Monday, July 01, 2019

Rule 36 a Limited Vehicle for Sentence Correction

US v. Vanderhorst: In 2007, Vanderhorst pleaded guilty to a drug conspiracy and was sentenced as a career offender, based partly on prior convictions from North Carolina. One of those prior convictions, years later, was corrected from a “conspiracy to sell and deliver cocaine” (as it was described in the PSR) to a “conspiracy to traffick cocaine by transportation.” In 2016, Vanderhorst filed a motion under Rule 36 of the Rules of Criminal Procedure to correct the “clerical error” in the PSR and that, without the error, he would not have been sentenced as a career offender. The district court denied the motion, “holding that defendants are categorically barred from relying on Rule 36 as a basis for obtaining resentencing.”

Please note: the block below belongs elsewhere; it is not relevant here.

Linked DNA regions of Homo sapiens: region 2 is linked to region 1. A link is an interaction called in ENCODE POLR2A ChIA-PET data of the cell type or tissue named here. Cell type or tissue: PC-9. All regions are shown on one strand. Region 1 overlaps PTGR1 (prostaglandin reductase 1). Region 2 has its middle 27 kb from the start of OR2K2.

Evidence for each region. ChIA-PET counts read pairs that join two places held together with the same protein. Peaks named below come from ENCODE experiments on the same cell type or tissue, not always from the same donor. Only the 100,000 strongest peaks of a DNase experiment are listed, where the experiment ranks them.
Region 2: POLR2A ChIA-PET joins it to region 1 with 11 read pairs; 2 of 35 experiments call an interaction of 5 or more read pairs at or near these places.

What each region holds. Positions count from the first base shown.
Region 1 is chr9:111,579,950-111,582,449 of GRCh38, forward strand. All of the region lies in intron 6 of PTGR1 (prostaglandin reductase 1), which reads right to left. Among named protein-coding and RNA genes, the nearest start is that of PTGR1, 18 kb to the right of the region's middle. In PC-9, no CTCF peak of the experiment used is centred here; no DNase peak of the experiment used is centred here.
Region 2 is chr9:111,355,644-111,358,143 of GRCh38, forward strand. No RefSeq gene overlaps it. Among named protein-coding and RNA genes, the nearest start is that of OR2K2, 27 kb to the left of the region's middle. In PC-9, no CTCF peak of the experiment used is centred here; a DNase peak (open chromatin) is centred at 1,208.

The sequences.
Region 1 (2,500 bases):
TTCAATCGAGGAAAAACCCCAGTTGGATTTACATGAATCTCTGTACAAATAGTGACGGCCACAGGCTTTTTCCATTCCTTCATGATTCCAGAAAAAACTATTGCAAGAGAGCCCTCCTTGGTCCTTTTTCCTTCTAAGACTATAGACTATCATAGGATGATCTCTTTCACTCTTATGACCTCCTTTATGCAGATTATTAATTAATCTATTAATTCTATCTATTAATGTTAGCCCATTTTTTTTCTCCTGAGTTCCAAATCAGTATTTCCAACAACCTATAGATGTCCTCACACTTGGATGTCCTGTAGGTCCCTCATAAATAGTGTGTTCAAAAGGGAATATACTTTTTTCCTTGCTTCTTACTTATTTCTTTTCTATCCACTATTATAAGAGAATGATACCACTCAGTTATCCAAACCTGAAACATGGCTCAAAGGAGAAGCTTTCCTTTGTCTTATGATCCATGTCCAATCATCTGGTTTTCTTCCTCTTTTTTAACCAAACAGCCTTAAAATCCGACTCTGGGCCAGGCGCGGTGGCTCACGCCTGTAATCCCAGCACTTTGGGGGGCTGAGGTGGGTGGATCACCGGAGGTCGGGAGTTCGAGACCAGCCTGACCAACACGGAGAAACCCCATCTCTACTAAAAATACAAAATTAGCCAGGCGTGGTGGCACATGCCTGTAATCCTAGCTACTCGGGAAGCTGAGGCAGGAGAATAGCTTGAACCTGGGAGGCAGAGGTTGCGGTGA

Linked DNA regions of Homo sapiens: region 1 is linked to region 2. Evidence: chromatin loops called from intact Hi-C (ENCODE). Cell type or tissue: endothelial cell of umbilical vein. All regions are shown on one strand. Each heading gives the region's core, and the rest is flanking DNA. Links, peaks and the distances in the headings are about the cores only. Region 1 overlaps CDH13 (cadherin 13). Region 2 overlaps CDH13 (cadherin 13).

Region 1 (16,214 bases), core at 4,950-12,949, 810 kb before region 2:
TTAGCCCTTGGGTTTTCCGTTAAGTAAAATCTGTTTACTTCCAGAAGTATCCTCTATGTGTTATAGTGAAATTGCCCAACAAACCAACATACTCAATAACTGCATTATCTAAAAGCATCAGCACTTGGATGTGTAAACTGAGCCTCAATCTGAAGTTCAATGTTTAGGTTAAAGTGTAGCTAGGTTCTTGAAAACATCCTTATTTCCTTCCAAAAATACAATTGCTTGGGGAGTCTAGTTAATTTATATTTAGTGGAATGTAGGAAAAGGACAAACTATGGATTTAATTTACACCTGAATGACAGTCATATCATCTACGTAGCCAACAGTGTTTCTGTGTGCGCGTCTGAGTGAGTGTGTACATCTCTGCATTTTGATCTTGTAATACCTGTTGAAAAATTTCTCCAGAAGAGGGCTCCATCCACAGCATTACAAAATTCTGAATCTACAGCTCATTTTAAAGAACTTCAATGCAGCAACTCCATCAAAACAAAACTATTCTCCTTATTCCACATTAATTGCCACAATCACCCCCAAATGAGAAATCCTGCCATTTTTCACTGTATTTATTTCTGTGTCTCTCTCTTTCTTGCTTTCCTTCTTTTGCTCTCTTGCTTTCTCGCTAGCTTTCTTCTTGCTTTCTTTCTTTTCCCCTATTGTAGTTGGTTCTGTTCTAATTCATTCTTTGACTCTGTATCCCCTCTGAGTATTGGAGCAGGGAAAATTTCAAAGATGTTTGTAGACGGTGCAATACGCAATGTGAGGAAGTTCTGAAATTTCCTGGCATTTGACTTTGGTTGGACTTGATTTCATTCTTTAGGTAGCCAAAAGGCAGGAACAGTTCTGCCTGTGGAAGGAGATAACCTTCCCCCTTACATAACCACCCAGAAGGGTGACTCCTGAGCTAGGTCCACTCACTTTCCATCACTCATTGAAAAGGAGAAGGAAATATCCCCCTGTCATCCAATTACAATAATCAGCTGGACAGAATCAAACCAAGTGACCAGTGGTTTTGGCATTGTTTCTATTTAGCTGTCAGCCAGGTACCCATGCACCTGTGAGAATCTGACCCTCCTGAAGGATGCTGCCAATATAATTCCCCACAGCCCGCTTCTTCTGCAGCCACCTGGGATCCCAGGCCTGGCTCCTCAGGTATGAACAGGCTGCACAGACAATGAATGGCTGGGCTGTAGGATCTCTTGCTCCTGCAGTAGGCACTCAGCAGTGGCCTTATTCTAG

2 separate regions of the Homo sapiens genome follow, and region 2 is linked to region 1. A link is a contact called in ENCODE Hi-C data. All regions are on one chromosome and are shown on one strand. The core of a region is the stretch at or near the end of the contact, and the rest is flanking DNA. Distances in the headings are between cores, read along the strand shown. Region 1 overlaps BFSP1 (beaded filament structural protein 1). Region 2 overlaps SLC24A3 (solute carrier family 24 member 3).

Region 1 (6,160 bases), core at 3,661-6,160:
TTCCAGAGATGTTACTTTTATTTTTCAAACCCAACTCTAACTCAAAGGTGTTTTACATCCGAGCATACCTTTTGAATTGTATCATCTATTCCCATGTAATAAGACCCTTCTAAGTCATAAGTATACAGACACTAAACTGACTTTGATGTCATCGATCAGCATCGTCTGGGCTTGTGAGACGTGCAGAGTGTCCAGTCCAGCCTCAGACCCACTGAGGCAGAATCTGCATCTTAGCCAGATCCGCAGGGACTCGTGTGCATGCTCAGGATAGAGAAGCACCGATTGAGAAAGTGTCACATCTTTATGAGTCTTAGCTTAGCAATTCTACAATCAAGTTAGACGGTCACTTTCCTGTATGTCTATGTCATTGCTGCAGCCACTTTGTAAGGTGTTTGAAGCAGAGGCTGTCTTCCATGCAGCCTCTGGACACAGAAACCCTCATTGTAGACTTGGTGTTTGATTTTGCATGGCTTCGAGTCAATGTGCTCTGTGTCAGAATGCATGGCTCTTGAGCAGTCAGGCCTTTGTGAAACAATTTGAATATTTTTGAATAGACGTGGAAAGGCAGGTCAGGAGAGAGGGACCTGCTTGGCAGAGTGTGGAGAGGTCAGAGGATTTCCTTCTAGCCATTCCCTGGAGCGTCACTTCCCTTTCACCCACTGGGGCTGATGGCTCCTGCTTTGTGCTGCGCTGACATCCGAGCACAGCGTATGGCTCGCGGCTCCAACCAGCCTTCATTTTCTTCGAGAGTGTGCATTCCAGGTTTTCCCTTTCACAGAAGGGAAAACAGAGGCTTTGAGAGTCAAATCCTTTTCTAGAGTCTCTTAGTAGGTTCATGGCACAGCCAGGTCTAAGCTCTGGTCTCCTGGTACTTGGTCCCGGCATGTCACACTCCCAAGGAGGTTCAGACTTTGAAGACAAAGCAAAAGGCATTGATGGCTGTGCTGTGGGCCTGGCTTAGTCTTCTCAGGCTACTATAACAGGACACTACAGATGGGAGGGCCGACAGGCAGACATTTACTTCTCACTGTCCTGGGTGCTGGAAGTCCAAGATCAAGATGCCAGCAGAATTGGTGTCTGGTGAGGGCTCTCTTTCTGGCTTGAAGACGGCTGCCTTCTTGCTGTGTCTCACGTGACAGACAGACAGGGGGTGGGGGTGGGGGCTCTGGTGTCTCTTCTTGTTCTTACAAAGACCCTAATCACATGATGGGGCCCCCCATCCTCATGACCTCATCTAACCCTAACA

The Fourth Circuit affirmed, although on different grounds. The court held that a PSR is a “other part of the record” for Rule 36 purposes and the mislabeling of the prior offense was a “clerical” error. It then held that there is no categorical bar to a defendant seeking sentencing relief under Rule 36, but noted that the situations where that can happen will be relatively rare. The court cited approvingly a prior unpublished decision which allowed for resentencing where a career offender sentence had been based on an error as to which count of a prior indictment the defendant pleaded guilty to. With the error corrected it was clear the defendant no longer qualified as a career offender. By contrast, Vanderhorst was not entitled to relief because he still had the requisite number of career offender predicates. The court rejected his attempt to relitigate the status of two of them, noting that that was a substantive argument and “a defendant may obtain relief under Rule 36 based on clerical errors, not substantive errors.”

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